The revolution of rising expectations – and the reality of poverty – and especially inequality, makes young people feel angry, unhappy and deprived.
It is a fact that humanity as a whole is much better off today than ever before.
Fewer children die; more children go to school; more people travel around the world; we live much healthier lives than our parents and grand-parents.
But all that is of little consolation to the younger generation, because their needs and aspirations have escalated.
When they see their neigbours and our leaders living a vastly more privileged life than they do, it is natural to feel deprived and discriminated.
But in this fast-changing world, while our patience is thin, the opportunities for progress are boundless.
Nepal today is not confined between Mechi and Mahakali or Himal and Tarai.
I bet that everyone in this hall – without exception – has one or more family members living outside the political boundaries of Nepal. But our economic frontiers encompass the whole world. And our wish for prosperity requires us to become competitive global citizens.
Our national development planning must, therefore, be one that empowers Nepalis to excel in whatever we do and wherever we venture in the whole wide world.
So, one of my key messages is: let us keep Nepal in our hearts, but let us spread our wings to the whole world.
I would commend to the young people the last three chapters of the book.
Chapter 18 is entitled: The ‘Secrets’ of my relative success.
Sorry, it is not a manual for how to become successful. In fact, I say, there is no ‘secret’ formula for success. Everyone of us has to chart our own unique course.
But there are a few pointers from my life’s experience that might be useful for your consideration.
Chapter 19 is entitled: “My dream for a sundara, shanta, bishal Nepal”.
Now, we all understand what sundara, shanta mean – beautiful and peaceful.
But what is this bishal Nepal concept?
In the 21st century, it surely does not mean we want to expand Nepal by conquering the territory of our neighbours or recapturing parts of Nepal that we lost in the past. That would be a foolish and futile adventure.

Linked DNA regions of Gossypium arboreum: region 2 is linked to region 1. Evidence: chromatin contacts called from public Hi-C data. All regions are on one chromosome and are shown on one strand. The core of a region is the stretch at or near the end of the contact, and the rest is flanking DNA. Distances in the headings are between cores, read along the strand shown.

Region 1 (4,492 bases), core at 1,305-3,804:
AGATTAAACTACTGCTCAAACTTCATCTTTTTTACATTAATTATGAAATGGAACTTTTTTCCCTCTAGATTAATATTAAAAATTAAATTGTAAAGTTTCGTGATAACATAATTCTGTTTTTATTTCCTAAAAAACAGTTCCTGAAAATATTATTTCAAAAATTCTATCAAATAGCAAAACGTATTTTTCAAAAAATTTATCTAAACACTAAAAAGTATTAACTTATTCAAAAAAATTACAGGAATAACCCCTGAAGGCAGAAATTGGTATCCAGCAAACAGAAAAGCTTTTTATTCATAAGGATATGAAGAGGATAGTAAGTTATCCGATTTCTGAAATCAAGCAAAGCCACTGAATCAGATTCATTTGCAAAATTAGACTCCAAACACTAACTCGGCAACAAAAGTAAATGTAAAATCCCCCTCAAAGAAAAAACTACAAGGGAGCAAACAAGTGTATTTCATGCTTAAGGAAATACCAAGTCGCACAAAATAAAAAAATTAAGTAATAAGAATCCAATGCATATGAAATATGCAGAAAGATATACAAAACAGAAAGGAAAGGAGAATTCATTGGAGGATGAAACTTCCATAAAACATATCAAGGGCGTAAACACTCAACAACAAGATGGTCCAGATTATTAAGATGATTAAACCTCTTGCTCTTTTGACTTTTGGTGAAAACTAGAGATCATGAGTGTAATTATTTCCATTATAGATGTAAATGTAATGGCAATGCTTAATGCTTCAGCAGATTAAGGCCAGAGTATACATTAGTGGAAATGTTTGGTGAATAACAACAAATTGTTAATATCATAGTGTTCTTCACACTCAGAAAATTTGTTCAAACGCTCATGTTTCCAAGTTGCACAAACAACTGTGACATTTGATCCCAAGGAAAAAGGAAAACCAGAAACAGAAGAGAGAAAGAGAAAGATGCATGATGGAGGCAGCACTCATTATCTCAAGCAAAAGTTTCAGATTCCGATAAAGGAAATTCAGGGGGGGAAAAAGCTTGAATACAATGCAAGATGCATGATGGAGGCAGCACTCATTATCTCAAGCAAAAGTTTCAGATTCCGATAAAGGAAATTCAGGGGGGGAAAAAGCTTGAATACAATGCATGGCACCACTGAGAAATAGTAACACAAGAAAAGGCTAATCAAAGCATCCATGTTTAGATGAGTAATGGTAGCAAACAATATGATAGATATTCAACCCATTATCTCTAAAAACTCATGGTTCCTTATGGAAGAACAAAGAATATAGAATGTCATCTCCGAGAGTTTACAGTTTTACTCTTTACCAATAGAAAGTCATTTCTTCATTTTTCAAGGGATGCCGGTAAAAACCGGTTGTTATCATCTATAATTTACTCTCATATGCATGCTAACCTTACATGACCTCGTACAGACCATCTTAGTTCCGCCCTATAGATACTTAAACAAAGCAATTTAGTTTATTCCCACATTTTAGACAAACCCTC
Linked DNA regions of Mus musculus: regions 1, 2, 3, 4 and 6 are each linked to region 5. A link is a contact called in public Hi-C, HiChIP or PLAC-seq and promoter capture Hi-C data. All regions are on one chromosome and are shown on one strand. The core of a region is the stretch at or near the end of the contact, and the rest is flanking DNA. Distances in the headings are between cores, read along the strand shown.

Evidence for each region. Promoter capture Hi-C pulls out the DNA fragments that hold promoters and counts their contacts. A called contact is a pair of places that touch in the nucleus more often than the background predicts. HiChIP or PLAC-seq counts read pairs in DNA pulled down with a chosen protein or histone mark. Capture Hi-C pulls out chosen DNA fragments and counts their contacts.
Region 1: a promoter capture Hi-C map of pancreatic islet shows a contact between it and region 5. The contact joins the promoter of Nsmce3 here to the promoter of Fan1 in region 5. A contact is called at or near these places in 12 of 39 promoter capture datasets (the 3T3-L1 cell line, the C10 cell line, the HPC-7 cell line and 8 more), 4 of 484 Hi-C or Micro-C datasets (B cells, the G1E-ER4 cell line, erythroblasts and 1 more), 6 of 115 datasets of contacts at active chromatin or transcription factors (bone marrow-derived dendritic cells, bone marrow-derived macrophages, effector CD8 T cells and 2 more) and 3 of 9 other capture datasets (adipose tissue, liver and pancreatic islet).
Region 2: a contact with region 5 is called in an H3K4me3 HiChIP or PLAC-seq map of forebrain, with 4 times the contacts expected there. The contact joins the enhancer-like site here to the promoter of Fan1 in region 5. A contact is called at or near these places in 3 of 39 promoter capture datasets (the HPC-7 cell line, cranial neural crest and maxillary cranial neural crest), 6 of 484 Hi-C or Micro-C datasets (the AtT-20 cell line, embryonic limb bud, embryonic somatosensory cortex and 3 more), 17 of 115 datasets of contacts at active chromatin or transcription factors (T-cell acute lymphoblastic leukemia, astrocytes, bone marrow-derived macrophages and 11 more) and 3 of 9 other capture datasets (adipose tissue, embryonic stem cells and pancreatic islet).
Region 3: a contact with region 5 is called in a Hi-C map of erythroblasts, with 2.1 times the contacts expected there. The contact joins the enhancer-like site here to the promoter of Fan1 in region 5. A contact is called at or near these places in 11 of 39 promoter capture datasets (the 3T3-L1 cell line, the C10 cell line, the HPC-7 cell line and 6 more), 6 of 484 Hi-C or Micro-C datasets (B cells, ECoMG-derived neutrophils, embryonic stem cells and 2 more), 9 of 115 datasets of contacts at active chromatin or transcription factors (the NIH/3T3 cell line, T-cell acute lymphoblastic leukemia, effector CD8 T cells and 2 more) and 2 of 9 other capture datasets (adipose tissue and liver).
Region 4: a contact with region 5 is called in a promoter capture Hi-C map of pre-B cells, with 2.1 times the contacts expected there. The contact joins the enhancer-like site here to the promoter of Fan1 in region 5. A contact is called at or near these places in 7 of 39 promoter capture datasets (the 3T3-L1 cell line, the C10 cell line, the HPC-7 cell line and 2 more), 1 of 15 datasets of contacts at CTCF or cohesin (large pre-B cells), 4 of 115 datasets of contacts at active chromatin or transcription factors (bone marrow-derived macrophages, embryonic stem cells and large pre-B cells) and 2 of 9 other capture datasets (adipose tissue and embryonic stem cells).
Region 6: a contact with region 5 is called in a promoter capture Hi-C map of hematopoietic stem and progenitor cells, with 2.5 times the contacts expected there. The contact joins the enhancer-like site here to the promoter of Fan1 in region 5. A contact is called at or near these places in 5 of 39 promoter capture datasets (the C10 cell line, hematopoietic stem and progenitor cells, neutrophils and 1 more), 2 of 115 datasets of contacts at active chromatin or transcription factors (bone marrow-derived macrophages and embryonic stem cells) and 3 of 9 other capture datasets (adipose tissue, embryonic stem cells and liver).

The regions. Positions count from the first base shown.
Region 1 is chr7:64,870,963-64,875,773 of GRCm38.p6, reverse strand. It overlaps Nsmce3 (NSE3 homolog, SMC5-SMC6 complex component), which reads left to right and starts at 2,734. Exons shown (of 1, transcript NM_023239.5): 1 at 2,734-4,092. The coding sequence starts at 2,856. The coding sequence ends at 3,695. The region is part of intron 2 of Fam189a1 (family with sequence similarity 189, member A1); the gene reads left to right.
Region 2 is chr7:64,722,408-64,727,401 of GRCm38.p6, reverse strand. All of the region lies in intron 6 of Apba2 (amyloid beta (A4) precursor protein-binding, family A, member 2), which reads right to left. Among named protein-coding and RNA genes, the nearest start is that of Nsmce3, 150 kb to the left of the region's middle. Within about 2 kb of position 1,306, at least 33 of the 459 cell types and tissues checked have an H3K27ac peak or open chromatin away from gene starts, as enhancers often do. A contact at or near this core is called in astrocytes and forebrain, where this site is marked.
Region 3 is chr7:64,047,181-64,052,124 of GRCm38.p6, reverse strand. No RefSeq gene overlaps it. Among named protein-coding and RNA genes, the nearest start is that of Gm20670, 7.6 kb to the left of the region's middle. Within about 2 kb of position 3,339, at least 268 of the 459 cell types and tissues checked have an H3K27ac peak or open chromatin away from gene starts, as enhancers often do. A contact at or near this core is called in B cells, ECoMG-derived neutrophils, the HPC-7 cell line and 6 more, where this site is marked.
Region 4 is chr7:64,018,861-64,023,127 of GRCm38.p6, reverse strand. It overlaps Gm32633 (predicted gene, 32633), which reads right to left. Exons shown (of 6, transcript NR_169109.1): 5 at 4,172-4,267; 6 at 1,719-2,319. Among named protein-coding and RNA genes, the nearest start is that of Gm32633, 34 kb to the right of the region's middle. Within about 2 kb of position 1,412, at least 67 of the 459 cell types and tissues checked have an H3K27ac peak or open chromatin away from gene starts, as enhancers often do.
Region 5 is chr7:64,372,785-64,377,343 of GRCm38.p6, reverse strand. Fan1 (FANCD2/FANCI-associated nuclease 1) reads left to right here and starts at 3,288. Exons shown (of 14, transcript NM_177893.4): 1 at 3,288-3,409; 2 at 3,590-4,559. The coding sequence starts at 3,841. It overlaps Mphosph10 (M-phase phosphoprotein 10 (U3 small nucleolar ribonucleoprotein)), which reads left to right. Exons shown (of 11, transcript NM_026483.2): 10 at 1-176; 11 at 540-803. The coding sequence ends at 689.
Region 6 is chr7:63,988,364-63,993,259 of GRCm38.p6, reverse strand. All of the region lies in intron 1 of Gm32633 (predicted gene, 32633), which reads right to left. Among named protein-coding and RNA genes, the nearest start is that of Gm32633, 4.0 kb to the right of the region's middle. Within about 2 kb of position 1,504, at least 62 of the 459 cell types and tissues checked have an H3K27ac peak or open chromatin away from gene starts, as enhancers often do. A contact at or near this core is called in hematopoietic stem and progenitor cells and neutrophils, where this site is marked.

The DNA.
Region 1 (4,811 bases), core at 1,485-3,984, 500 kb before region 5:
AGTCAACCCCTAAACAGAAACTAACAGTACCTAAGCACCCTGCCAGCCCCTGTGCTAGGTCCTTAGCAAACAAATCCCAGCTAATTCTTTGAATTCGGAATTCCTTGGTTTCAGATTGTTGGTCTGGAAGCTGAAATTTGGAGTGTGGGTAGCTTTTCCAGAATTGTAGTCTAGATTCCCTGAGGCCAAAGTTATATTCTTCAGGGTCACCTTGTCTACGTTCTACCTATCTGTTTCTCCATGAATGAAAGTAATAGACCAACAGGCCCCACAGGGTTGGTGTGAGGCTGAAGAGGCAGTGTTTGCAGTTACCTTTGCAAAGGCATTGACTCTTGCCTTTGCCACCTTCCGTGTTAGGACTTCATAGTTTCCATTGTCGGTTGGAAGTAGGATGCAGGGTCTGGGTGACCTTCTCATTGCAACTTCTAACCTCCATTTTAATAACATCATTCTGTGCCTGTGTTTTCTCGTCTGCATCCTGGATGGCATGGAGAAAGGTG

What we mean by bishal is a change in our mindset, of thinking Big, and not bemoaning that “Nepal is a small and poor country”. It is not.
Nepal becomes bishal by embracing the positive forces of globalization; and exerting our presence and influence in the world.
As our moderator Sujeev Shakya often emphasizes: We Nepalis need to learn to Think Big. Let us dump our narrow rashtrabad. And let us follow global best practices and broadly accepted universal norms. That is my other key message.
The last chapter of the book is entitled: “My Dream World – Markers of some momentous changes for humanity”.
There, I review some global mega-trends, and express my hopes for the triumph of a humane and pluralistic democracy all over the world, including in China. I also dream for the emergence of a Commonwealth of South Asia; a prosperous Africa and a vibrant Latin America. These are all feasible, if not in our life-time, certainly during the life-time of our children.
As Valerie Juliand mentioned, I also speak about a drastically reformed United Nations fit for the 21st century with some specific proposals.
The book concludes with some observations on how – not just peace and prosperity – but equity must become the defining issue of our times.
Empowerment of girls and women is the best catalyst for an equitable world order. It is as valid in Nepal as it is in the rest of the world.
To make a small contribution for that noble goal, I have decided that proceeds from the sale of this book will go to a girls’ education project assisted by UNICEF in several educationally deprived districts of Nepal.
So, when you buy this book you will not be helping to enrich Kul Gautam or Nepalaya Publication, but helping an innovative girls’ education program in Province number 2, and the far western region, where we still have many girls out of school.
Harnessing the power of technology for the common good, and fostering an inclusive democracy in the spirit of human solidarity – are the final markers of my dream world of the future.
Interestingly, Nepal’s new constitution embraces most of these values and norms in principle. I wish and hope that we would all be more sincere and steadfast in implementing them in practice.
Dear friends, I think I have said enough. For more, please read the book.
And thank you all for joining us today and for your good wishes, and blessings.